Materials and Methods

Ethics statement

Cultures used in this study (JLO-1) were derived in accordance with the ethics board of Hospital Donostia, San Sebastian, Spain. Per the hospital's ethics board, consents are waived when tissue is obtained anonymously and de-identified. All data analysis associated with this culture was performed anonymously. Hospital Donostia, San Sebastian approved this procurement of tissue including the waiver of consent.

Cell lines and Cell Culture

The HNSCC cell lines used were UMSCC22B, a gift from Dr. Tom Carey, University of Michigan and HN-1, a gift from Dr. J.S. Gutkind, National Institute for Dental and Craniofacial Research. HN-1 was derived from a tongue squamous carcinoma [18], while 22B was derived from a metastatic cervical lymph node of a patient with hypopharygeal cancer [19]. The cells were cultured in DMEM supplemented with 10% fetal calf serum, 2% penicillin/streptomycin, and 2% L-glutamate (GIBCO) and maintained at 37°C in a humidified 5% CO2/95% air atmosphere. JLO-1 is a putative cancer stem cell culture derived from a fresh laryngeal tumor, which was obtained from an anonymous patient undergoing surgical resection at Hospital Donostia (San Sebastian, Spain) in accordance with their ethics board. Following isolation by both flow cytometry (CD44+) and selective colony formation on laminin-coated plates, putative cancer stem cell cultures were maintained in keratinocyte serum-free media (Invitrogen, Carlsbad, CA) supplemented with growth factors (EGF and FGF), L-glutamine (10 mg/mL, Invitrogen, Carlsbad, CA), and gentamycin (Invitrogen, Carlsbad, CA). Cells were grown at 37°C at 5% O2 and 10% CO2. EGF ligand (R&D Systems) and the EGFR-specific tyrosine kinase inhibitor Gefitinib (ZD1839) were dissolved in DMSO at 10 mMol/L, stored at −20C,and diluted with DMEM before use.

Quantitative RT-PCR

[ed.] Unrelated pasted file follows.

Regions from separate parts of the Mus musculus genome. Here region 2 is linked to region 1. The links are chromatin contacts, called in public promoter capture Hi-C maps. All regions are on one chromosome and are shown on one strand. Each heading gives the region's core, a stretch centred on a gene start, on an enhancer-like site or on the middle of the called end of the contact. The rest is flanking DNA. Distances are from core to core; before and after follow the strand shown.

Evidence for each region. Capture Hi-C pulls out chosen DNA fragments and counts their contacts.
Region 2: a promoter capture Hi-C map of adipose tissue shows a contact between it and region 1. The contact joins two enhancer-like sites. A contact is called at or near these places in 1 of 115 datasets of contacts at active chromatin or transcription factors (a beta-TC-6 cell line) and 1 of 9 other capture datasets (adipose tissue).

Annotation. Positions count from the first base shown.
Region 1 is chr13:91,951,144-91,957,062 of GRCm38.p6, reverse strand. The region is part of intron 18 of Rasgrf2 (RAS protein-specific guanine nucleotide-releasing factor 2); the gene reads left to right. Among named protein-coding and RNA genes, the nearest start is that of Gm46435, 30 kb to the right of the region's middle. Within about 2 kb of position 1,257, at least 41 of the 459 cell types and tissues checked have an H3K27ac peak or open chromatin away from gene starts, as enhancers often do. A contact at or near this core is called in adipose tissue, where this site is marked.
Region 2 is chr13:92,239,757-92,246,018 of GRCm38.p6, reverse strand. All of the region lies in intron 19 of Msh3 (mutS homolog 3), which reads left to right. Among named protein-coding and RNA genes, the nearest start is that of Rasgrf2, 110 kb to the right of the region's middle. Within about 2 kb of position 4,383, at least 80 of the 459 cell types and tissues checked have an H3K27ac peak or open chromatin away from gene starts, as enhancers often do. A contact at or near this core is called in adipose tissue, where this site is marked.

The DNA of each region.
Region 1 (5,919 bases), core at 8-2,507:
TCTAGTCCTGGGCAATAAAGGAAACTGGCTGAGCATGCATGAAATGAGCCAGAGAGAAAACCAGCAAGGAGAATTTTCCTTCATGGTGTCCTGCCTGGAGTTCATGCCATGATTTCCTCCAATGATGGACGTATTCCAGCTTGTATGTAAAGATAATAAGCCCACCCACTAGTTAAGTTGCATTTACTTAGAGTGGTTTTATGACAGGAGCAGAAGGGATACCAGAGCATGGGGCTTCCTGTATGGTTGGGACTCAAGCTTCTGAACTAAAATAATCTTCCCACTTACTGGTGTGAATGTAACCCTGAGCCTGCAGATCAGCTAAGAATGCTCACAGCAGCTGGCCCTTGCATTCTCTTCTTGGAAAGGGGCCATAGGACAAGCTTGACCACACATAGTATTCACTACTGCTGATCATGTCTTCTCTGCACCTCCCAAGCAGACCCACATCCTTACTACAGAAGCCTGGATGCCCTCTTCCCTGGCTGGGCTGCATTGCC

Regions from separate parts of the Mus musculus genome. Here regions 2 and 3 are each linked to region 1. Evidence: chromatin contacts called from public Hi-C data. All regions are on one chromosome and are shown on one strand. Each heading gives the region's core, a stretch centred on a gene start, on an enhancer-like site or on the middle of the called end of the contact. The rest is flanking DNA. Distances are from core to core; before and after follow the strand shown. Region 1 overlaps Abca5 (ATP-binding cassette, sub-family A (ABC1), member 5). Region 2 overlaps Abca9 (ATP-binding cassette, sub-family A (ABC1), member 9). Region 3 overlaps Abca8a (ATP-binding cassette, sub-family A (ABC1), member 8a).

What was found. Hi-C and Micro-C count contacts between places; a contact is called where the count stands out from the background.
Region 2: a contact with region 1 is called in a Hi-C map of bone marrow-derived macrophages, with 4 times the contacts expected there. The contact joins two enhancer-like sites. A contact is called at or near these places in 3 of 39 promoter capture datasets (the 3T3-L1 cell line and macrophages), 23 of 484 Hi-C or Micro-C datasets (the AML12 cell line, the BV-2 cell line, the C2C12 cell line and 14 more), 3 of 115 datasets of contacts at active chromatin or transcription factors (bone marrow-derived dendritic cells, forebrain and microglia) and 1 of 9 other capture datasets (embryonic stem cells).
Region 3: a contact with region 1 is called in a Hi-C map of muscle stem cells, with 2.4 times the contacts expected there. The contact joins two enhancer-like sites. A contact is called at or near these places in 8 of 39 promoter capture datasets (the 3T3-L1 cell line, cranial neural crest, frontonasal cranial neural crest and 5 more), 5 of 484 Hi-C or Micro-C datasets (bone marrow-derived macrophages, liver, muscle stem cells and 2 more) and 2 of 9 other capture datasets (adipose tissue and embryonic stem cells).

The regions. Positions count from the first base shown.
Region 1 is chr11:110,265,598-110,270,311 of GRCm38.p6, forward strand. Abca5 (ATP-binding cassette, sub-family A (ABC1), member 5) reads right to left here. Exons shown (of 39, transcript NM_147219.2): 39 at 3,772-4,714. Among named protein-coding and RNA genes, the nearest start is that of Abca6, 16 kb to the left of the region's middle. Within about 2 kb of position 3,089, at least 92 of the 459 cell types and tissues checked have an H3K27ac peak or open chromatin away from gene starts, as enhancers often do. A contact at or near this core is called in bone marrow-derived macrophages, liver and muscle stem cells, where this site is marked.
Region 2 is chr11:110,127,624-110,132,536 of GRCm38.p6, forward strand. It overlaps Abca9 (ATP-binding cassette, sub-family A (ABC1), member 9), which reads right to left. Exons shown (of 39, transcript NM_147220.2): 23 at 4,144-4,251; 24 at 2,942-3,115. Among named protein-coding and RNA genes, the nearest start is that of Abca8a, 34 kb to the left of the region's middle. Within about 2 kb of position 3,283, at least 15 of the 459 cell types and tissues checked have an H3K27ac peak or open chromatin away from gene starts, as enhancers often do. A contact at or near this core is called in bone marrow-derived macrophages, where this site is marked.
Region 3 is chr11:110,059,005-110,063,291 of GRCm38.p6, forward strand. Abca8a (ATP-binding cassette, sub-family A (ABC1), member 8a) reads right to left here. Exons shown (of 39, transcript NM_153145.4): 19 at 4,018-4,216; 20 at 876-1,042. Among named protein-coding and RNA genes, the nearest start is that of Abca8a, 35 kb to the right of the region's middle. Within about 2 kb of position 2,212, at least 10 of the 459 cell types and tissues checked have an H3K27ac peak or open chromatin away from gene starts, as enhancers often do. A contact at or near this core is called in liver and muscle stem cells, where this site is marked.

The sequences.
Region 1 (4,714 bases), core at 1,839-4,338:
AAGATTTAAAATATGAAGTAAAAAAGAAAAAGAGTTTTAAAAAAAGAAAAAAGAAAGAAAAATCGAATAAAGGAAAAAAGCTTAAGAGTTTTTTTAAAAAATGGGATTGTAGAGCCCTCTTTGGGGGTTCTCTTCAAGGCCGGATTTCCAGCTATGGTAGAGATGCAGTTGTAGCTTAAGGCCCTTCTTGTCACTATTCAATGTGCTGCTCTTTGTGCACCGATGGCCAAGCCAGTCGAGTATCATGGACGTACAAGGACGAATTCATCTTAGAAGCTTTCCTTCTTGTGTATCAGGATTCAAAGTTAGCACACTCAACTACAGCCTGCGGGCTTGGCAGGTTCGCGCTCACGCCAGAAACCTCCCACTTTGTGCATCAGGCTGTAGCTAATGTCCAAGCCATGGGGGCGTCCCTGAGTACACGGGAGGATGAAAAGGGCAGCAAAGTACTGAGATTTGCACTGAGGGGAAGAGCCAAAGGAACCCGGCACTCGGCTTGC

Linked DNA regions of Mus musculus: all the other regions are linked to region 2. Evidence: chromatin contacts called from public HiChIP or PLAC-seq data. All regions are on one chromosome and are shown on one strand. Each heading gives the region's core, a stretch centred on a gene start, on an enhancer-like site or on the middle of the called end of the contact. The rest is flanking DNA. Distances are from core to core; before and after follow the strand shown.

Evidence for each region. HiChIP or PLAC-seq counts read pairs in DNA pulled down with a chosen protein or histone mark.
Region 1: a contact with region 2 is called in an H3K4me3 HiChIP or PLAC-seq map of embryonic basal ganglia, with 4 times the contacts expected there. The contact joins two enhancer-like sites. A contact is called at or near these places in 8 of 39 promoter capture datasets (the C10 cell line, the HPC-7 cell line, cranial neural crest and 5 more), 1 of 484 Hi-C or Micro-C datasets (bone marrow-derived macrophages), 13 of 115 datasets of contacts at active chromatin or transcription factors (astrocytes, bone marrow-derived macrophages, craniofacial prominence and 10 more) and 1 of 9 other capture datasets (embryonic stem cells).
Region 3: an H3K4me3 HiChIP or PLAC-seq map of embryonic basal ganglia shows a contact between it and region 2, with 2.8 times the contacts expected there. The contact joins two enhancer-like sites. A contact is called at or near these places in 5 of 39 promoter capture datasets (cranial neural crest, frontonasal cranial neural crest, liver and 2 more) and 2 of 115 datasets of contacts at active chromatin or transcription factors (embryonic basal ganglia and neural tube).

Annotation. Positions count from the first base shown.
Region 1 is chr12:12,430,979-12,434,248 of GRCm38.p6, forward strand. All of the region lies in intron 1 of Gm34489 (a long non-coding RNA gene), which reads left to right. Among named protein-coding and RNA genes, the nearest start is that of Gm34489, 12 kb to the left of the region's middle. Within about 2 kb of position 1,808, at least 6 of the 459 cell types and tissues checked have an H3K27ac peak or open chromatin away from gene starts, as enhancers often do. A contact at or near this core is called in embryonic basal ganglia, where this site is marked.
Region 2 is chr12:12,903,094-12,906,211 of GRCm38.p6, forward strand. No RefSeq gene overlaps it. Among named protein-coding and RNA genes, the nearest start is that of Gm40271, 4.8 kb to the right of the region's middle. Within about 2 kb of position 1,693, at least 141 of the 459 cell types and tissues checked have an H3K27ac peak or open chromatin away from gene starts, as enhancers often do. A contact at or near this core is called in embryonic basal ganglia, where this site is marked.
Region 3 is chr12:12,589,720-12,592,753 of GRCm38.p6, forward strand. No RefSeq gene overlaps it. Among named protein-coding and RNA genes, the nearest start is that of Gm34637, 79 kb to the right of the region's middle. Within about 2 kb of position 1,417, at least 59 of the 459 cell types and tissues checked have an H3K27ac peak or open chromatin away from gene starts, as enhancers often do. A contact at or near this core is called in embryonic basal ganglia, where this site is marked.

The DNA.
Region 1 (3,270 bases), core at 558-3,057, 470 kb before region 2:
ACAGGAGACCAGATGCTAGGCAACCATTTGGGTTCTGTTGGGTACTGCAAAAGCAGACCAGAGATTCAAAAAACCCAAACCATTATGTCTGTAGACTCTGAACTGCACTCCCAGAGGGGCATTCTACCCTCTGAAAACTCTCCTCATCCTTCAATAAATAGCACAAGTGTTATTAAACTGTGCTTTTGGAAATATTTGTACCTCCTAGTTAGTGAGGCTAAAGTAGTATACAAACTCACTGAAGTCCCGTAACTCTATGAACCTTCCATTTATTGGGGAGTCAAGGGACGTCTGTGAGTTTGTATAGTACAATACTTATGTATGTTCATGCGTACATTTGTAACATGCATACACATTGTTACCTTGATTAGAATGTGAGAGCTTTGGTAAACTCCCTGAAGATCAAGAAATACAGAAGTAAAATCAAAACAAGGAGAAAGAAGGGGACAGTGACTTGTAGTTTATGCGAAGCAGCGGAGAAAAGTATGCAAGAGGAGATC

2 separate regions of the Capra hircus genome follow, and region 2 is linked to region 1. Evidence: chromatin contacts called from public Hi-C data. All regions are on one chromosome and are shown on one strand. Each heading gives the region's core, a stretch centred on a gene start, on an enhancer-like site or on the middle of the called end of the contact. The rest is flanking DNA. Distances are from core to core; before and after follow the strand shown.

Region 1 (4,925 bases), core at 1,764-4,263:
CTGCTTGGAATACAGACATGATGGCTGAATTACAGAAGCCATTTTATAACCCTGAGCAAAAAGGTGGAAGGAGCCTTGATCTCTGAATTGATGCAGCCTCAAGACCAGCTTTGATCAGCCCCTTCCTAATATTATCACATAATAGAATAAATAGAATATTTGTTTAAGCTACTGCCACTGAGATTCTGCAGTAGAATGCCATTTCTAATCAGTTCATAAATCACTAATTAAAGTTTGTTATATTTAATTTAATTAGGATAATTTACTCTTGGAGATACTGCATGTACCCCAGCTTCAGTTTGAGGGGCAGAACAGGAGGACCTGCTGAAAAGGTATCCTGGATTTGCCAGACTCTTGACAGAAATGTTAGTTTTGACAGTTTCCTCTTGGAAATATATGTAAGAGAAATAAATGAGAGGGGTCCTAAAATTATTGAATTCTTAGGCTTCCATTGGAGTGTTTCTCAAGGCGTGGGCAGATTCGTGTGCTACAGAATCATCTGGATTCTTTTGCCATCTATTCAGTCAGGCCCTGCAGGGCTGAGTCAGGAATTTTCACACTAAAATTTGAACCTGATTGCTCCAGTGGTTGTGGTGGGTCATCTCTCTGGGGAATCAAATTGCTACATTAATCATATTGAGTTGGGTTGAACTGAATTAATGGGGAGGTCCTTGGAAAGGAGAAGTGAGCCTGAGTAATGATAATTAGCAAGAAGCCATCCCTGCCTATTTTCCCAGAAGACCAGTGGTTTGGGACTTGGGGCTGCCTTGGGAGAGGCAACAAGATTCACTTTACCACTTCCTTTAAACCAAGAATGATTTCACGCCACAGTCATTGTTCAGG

Cells were harvested two days after being passaged at about 70–80% confluence. Total cell lysate was collected and RNA was extracted using an RNeasy kit (Qiagen). cDNA was synthesized using Superscript III Reverse Transcriptase (Invitrogen, Carlsbad, CA) as per the manufacturer's instructions. Real-time PCR reaction mixes were prepared using Power SYBR Green (Applied Biosystems, Foster City, CA), and run on the 7300 Real-time PCR System (Applied Biosystems) using the following program: 95°C for 10 min, 95°C for 30 s, and 60°C for 1 min, for 40 cycles. Results were analyzed using the ΔΔCt method. Experiments were done in technical triplicates and were repeated at least twice independently. GAPDH gene expression was measured as endogenous control. Primers were custom ordered (Eurofins MWG Operon, Huntsville, AL) using the following sequences: SDF-1 (FOR CTGCCTCAGCGACGGGAAGC – REV TCGAGTGGGTCTAGCGGAAAGT), CXCR-4 (FOR TGTGACCGCTTCTACCCCAATGAC – REV GGACAGGATGACAATACCAGGCAG), and beta-actin (FOR CGCTGGATTTTCAAAACAGT – REV CTGAGGAGCAGCTTCAGTCC). Oct-3/4 forward 5′- GCAAAGCAGAAACCCTCGTGC-3′ reverse 5′- ACCACACTCGGACCACATCCT-3′. Nanog forward 5′- GATTTGTGGGCCTGAAGAAA-3′ reverse 5′- TTGGGACTGGTGGAAGAATC-3′. CD44 forward 5′- ACACCACGGGCTTTTGACCAC-3′ reverse 5′- AGGAGTTGCCTGGATTGTGCTTG-3′. BMI-1 forward 5′- TCCACAAAGCACACACATCA-3′ reverse 5′- CTTTCATTGTCTTTTCCGCC-3′.